On Sunday Lou Wotton helped Collingwood’s AFLW side claim an important win to keep the club’s finals hopes alive. The Pies accounted for the GWS Giants by 36-points at Olympic Park, but it wasn’t so long ago their ruckman was kicking goals in triathlon.
Wotton, 33, was a footballer first and foremost until a chance introduction to triathlon fell in her lap in 2010. “A friend of mine didn’t want to do the swim at the Noosa Triathlon so I said I’d do it. Once I did the swim leg I felt a bit lazy… everyone was talking about doing all three legs so I came back to Melbourne and started in the Gatorade Series,” she said.
The lure of a new challenge and the judgement women’s football had hit its ceiling and was unlikely to go professional led to her swapping the Sherrin for a TT bike. Wotton had captained the Eastern Devils for more than 10 years and won multiple league best and fairest awards, there were simply no more boxes left for her to tick on the footy field.
“I played footy for 13 years and I thought AFLW wouldn’t come around during my playing time. I’m 33 and towards the end of my career, I just wanted to try triathlon and see where it could take me,” the school teacher said.
It took her as far as London for the 2013 ITU Age-Group World Championships, where she competed over the Olympic distance. While this was the highlight of her sprint and Olympic distance racing, it also proved to be the moment she realised she wasn’t fast enough for this format. A moment which led to her adopting 70.3s and forgoing football – Wotton’s not one to do things half-heartedly.
“I found it really hard towards the end of my footy career because I was training for 70.3 Worlds and playing footy. With the nature of footy as a ruckman I was getting battered around, so to back that up with training was tough,” she said.
Instead of contesting ruck contests in suburban Victoria, Wotton contested an Ironman in Cairns. She also completed various 70.3s throughout Australia, including Geelong and Ballarat, which led to her qualifying for the 2016 Ironman 70.3 World Championships on the Sunshine Coast. She achieved so much in such a short period, relishing the swim, bike and run life.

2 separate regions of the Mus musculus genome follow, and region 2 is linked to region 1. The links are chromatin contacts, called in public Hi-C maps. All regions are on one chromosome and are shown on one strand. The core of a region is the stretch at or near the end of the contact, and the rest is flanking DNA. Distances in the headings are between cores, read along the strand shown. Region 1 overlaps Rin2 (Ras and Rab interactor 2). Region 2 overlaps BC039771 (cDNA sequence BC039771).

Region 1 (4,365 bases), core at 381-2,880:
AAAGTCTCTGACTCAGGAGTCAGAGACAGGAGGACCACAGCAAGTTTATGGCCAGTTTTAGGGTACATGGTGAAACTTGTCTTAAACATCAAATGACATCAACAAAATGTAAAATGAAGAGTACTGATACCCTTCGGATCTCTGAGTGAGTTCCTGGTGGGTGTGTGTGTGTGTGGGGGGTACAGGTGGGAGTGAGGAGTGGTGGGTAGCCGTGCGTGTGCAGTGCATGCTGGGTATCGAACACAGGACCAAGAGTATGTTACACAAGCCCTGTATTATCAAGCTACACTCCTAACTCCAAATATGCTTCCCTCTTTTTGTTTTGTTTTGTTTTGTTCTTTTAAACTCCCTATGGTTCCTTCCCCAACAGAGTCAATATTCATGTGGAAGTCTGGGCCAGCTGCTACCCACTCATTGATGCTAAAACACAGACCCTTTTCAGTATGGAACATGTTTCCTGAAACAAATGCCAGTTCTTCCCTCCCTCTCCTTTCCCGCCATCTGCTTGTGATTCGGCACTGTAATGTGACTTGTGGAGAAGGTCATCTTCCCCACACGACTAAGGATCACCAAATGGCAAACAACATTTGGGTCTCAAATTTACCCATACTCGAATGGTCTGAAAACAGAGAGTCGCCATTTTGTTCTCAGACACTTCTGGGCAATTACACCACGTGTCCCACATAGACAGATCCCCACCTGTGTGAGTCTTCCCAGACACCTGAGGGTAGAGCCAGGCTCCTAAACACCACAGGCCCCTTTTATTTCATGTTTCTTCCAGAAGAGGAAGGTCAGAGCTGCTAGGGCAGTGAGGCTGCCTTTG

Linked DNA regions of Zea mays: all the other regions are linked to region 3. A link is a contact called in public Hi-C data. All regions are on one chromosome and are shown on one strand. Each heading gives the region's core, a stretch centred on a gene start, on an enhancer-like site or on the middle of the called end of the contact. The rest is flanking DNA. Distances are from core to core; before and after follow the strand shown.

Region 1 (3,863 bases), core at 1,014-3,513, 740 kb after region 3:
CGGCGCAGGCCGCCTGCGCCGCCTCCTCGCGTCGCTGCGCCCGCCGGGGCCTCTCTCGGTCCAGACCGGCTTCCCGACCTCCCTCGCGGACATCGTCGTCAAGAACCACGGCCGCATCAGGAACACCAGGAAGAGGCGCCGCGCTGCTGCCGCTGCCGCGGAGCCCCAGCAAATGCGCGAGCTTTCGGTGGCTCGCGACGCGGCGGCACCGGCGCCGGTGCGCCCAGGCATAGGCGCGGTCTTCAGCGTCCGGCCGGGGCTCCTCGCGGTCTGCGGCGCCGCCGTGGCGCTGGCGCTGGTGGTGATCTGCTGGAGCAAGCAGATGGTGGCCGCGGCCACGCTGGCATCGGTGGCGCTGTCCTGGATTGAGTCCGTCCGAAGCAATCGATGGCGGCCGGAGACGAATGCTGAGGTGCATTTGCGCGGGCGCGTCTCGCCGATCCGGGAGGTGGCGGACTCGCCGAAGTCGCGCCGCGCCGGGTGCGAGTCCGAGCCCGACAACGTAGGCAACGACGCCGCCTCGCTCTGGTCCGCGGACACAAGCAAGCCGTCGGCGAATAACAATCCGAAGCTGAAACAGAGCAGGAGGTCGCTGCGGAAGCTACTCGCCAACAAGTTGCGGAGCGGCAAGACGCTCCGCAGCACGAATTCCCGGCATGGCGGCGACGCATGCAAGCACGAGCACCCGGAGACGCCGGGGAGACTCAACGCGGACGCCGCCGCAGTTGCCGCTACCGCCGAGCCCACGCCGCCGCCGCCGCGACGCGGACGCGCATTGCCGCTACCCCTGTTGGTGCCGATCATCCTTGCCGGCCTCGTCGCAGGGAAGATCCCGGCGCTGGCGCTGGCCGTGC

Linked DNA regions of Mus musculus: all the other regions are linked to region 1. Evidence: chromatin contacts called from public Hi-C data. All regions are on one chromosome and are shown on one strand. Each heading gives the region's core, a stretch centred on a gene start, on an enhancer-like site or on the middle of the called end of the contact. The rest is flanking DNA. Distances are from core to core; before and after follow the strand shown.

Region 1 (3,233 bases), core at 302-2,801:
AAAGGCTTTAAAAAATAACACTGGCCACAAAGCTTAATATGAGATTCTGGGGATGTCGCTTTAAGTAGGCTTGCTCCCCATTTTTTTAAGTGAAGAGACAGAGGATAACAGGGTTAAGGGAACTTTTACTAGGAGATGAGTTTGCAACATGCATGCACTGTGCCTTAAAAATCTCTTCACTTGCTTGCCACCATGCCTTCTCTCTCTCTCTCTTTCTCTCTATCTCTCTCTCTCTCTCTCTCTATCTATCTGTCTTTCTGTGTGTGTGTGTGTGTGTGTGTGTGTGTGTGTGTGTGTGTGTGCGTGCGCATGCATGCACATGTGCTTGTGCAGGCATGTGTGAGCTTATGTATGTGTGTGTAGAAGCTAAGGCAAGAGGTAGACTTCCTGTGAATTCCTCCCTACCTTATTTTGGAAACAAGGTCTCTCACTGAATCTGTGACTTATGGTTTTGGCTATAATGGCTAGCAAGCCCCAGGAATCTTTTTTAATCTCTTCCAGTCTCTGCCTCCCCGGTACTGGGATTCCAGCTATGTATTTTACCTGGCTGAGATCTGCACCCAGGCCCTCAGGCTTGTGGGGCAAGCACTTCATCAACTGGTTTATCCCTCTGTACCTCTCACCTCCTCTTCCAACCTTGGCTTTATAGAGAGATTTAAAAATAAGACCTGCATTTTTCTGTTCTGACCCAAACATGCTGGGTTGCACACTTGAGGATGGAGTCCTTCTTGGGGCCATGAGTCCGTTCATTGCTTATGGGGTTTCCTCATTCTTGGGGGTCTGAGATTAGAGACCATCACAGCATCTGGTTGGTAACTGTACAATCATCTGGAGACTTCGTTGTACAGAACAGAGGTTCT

“It was a totally different challenge. I was used to the team sport of footy,” she said.
“I really enjoyed tri because training and races are completely up to you – you can’t rely on any teammates or anything to motivate your or pull you along – it’s all you. I’m a driven person so I really enjoyed the challenge of tri.
“I find triathlon really emotional. You feel that awesome sense of achievement when you cross the line. I remember talking to people about Ironman and I thought ‘Oh my gosh, that’s way too far – I’ll never be able to do that’. It’s a personal satisfaction when you cross that finishing line. Knowing you’ve put in all the hours and done everything your coach has told you. You really have to live and breathe it.”
While Wotton did live and breathe triathlon, footy was in her blood, and on the night before the 2016 70.3 World Championships on the Sunshine Coast she decided it was time to dig out the football guernsey and bench the wetsuit – at least for the time being.
“I went back to footy because I still thought I had it in me. I would’ve had regrets if I didn’t try. We’ve been waiting years and years for this and a lot of people have worked really hard to get it up and running,” she said.
“I made the decision to nominate for the (AFLW) draft the night before 70.3 Worlds after watching a women’s exhibition match on the tele. Walking through the rego area the day before I thought my time’s ticking in football but tri will always be there. People of all shapes and sizes can do tri… I think there was an 80-year-old competing at worlds which just blew me away.
“What I really love about footy and winning a game is sharing that experience, sharing that emotion. I had tremendous support at Ironman Melbourne and shared it with friends and family, but it’s different because you really get a sense of joy and pride for each other when you come off the footy field.”
That pride and joy has been shared with Collingwood teammates through Wotton’s two AFLW games in what has been an astoundingly successful inaugural year for the competition. Personally, she had to overcome a hamstring injury in the preseason but nonetheless she has been able to fulfill her life-long dream.
Another dream, however, remains in triathlon – and despite the fact she left the sport to return to footy, it burns just as brightly as her AFLW ambition.
“One day I’d love to qualify for Kona. I’ve seen a few club (Elite Triathlon Performance Australia) members do it and it’s the mecca of triathlon. I was a couple of spots away in the roll down in Cairns, which gave me belief that I wasn’t too far away,” she said.
“I had no idea where I could go with tri and what was out there, but now I look back and think I’ll definitely be back to try and get to Kona.”
Considering how driven and motivated she is, it won’t be surprising to see Wotton take a specky coming out of T2 at Kona in the ensuing years.